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Plantation regimes confront a serious challenge in the 21st century. For every commodity, there are multiple externalities that are hidden and unaccounted for. Drawing on fieldwork between the Philippines and Japan, this lecture will argue that industry members depend not only on the externalities themselves, but also on the conceit that externalities remain external. Focusing on pesticide drift, food waste, and soil pathogens, this lecture will discuss how, when, and why the doubling back of externalities happens in the context of a powerful, but also desperate plantation economy operating within the increasingly constrained environmental conditions of this century.
Bio: Alyssa Paredes is Assistant Professor of Anthropology at the University of Michigan, Ann Arbor. Her work appears in Ethnos, the Journal of Political Ecology, and Food, Culture & Society, as well as in the edited collections The Promise of Multispecies Justice and Feral Atlas: The More-than-Human Anthropocene. She is also co-editor of Halo-Halo Ecologies: The Emergent Environments Behind Filipino Food, under contract with the University of Hawaii Press. She holds a PhD from Yale University.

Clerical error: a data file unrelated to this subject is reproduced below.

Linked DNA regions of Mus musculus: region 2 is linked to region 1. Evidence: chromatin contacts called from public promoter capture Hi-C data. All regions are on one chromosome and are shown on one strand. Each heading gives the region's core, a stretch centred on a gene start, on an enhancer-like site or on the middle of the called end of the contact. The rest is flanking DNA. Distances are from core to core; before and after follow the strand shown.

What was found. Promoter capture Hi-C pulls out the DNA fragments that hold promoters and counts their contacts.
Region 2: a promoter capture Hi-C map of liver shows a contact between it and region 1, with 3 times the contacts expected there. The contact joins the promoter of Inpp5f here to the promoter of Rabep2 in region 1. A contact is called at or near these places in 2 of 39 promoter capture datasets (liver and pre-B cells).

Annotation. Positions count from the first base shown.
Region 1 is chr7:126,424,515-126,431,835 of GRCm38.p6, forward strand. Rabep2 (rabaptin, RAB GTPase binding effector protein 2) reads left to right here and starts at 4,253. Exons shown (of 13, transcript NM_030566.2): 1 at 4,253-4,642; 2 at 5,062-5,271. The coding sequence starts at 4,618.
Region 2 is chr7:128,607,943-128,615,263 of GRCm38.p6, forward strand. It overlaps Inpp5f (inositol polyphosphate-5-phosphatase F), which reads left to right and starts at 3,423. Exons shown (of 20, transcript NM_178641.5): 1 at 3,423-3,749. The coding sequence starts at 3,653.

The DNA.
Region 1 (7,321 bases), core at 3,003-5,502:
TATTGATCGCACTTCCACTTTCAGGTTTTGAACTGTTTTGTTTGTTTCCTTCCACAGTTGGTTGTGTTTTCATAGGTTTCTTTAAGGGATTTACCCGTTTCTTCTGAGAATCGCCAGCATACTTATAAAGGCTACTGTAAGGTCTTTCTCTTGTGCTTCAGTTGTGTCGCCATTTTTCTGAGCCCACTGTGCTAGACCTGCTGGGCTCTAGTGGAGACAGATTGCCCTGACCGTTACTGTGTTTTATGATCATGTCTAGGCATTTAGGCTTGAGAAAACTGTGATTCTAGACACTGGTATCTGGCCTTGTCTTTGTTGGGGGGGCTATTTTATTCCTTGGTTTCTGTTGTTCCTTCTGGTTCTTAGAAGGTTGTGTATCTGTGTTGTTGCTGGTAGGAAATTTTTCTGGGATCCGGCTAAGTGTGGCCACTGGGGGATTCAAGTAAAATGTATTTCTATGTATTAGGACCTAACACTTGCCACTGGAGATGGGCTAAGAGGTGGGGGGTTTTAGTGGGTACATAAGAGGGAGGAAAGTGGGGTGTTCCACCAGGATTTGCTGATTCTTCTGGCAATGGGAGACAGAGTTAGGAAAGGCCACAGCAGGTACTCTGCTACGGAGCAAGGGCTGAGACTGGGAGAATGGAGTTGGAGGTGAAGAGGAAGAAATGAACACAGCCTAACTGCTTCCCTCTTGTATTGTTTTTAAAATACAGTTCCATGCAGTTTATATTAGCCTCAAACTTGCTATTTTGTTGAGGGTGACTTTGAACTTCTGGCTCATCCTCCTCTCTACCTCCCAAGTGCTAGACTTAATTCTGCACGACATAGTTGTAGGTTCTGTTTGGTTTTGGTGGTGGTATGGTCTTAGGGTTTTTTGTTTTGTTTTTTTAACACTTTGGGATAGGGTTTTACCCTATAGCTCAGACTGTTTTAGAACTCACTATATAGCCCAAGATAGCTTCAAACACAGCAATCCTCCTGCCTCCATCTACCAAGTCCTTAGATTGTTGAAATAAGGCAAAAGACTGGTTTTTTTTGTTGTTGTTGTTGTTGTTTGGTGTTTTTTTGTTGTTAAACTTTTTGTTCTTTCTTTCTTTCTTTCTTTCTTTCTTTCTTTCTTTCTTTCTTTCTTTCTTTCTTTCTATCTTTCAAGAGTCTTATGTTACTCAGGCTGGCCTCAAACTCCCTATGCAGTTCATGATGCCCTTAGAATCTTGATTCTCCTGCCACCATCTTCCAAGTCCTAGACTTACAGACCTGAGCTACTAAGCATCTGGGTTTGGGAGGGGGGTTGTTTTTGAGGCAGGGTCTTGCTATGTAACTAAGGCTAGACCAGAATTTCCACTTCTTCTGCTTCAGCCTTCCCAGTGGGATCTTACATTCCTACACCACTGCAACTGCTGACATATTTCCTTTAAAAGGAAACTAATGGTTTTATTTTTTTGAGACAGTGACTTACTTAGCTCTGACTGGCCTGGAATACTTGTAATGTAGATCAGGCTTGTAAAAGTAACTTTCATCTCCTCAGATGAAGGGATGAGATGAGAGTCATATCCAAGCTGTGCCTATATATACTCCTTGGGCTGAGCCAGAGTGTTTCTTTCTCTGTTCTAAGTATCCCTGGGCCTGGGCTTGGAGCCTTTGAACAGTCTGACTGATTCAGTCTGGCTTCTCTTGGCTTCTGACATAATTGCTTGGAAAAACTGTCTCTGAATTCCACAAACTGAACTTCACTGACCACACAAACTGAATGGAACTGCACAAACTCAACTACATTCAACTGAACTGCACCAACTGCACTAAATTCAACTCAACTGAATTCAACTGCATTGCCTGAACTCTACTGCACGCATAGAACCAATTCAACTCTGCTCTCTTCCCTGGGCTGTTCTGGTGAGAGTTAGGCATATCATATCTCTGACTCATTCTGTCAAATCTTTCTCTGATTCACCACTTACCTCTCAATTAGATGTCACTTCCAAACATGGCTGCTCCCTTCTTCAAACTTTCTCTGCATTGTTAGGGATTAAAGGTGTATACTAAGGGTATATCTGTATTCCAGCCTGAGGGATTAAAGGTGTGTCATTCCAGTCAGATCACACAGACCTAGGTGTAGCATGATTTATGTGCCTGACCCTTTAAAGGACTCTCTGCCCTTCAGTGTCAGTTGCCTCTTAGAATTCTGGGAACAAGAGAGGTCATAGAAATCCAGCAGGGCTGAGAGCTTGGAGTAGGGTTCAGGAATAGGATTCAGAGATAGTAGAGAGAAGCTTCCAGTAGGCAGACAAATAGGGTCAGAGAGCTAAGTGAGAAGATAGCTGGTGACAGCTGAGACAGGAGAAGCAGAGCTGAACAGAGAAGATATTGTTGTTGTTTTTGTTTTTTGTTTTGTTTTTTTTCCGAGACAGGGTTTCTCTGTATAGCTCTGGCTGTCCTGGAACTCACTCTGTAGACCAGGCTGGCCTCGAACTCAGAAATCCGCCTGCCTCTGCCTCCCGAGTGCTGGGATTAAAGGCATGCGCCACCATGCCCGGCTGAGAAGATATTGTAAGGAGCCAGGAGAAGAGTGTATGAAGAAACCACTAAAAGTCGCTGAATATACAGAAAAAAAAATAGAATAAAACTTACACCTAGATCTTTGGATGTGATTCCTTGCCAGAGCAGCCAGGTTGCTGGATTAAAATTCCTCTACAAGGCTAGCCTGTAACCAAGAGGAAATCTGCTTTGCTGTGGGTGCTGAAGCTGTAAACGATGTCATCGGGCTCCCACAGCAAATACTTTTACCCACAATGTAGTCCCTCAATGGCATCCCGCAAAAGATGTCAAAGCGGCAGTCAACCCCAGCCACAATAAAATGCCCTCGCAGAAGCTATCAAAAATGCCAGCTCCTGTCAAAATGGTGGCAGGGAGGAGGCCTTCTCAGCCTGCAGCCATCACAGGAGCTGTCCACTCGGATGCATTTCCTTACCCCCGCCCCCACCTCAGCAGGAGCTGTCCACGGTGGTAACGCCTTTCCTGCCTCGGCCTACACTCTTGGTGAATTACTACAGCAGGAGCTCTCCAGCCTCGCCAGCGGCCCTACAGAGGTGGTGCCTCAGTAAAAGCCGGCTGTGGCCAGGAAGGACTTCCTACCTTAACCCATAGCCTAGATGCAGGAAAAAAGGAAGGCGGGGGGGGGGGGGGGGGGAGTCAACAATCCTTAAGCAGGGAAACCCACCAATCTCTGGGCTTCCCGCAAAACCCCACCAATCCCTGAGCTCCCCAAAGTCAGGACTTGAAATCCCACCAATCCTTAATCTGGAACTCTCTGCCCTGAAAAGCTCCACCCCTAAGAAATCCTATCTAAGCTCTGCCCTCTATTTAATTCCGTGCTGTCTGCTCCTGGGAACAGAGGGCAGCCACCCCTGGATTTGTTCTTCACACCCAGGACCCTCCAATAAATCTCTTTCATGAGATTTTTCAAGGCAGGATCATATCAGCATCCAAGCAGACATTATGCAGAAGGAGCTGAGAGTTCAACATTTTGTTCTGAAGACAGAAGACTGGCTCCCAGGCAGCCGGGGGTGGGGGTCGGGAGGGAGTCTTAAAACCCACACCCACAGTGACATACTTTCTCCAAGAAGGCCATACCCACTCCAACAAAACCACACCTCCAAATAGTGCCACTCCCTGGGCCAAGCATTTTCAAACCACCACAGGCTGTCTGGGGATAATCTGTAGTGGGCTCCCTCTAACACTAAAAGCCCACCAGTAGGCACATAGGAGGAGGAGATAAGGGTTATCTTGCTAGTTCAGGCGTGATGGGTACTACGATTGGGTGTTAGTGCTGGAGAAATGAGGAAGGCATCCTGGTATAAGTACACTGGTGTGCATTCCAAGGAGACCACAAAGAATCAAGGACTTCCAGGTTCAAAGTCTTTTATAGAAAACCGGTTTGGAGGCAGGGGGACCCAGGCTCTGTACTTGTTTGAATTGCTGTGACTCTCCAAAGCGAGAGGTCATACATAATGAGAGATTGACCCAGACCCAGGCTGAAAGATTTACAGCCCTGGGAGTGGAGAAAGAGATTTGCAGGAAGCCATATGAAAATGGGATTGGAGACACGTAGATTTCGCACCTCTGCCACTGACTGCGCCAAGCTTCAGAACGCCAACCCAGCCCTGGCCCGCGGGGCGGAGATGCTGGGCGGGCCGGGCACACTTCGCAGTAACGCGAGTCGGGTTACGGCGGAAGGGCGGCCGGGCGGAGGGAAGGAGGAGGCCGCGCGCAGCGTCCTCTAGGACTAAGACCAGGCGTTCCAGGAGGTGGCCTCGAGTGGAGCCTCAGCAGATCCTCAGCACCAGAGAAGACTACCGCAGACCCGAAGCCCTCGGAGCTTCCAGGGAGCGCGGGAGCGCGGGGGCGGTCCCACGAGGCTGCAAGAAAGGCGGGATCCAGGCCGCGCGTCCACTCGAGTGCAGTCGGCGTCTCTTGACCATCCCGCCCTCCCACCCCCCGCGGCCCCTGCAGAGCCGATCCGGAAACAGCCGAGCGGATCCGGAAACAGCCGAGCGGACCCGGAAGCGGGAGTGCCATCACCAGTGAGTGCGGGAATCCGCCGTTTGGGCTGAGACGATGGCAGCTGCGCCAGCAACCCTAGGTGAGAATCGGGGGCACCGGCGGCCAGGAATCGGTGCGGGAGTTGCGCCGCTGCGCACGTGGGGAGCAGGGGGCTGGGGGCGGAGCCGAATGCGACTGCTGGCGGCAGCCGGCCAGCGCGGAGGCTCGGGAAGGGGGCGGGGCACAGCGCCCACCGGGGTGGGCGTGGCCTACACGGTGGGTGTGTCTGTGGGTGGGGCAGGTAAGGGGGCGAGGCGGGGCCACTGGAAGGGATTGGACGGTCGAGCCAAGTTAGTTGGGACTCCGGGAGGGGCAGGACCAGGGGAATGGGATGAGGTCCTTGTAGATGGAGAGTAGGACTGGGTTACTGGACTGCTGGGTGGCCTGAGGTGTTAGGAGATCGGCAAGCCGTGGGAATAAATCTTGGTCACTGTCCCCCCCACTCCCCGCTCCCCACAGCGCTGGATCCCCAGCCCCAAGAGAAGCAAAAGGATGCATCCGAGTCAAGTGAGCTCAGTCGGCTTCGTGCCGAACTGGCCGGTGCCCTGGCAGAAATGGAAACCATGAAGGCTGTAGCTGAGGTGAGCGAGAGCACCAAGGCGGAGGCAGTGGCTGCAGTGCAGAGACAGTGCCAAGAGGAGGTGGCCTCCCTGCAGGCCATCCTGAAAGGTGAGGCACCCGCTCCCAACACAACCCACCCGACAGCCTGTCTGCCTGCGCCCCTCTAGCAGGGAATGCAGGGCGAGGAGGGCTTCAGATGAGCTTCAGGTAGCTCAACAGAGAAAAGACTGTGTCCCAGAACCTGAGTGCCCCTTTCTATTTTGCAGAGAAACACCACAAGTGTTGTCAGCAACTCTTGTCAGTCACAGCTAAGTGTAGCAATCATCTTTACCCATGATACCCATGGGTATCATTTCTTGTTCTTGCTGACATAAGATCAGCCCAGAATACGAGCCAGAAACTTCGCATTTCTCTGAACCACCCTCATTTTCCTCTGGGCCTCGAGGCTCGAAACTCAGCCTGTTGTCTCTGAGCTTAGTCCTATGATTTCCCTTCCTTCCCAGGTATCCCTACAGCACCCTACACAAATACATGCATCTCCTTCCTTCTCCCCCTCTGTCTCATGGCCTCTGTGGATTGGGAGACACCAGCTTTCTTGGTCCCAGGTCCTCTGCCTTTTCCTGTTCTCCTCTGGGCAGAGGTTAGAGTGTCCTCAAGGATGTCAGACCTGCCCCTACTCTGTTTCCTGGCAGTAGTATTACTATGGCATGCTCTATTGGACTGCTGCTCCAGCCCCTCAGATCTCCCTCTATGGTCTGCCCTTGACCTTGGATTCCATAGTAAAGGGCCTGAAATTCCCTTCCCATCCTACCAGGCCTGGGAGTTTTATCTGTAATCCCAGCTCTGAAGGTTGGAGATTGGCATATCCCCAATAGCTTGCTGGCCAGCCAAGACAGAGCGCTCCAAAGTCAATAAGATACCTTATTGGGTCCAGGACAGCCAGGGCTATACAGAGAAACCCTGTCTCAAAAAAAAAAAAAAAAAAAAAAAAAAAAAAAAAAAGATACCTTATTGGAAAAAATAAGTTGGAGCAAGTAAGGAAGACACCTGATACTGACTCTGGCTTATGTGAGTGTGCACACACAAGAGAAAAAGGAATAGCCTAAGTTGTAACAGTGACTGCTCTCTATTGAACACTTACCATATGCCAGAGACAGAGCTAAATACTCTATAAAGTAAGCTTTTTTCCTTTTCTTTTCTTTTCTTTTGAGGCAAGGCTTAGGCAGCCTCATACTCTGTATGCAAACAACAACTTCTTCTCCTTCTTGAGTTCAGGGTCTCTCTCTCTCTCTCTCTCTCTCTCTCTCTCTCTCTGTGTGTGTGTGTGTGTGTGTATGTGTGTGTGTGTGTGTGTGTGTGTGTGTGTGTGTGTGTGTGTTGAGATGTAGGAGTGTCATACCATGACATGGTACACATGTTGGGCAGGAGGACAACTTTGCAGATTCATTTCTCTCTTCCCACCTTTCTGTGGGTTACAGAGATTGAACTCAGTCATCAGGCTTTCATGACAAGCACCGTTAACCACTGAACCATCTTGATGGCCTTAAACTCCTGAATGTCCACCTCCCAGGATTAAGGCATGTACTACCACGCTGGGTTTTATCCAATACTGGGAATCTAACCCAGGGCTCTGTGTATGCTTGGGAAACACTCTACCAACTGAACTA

This event is taking place at Carnegie Museum of Natural History in the Earth Theater. Please see museum staff for a map or assistance in locating the theater.
Carnegie Mellon University Department of History, Mellon Foundation Sawyer Seminar, Carnegie Museum of Natural History, Anthropocene Studies Section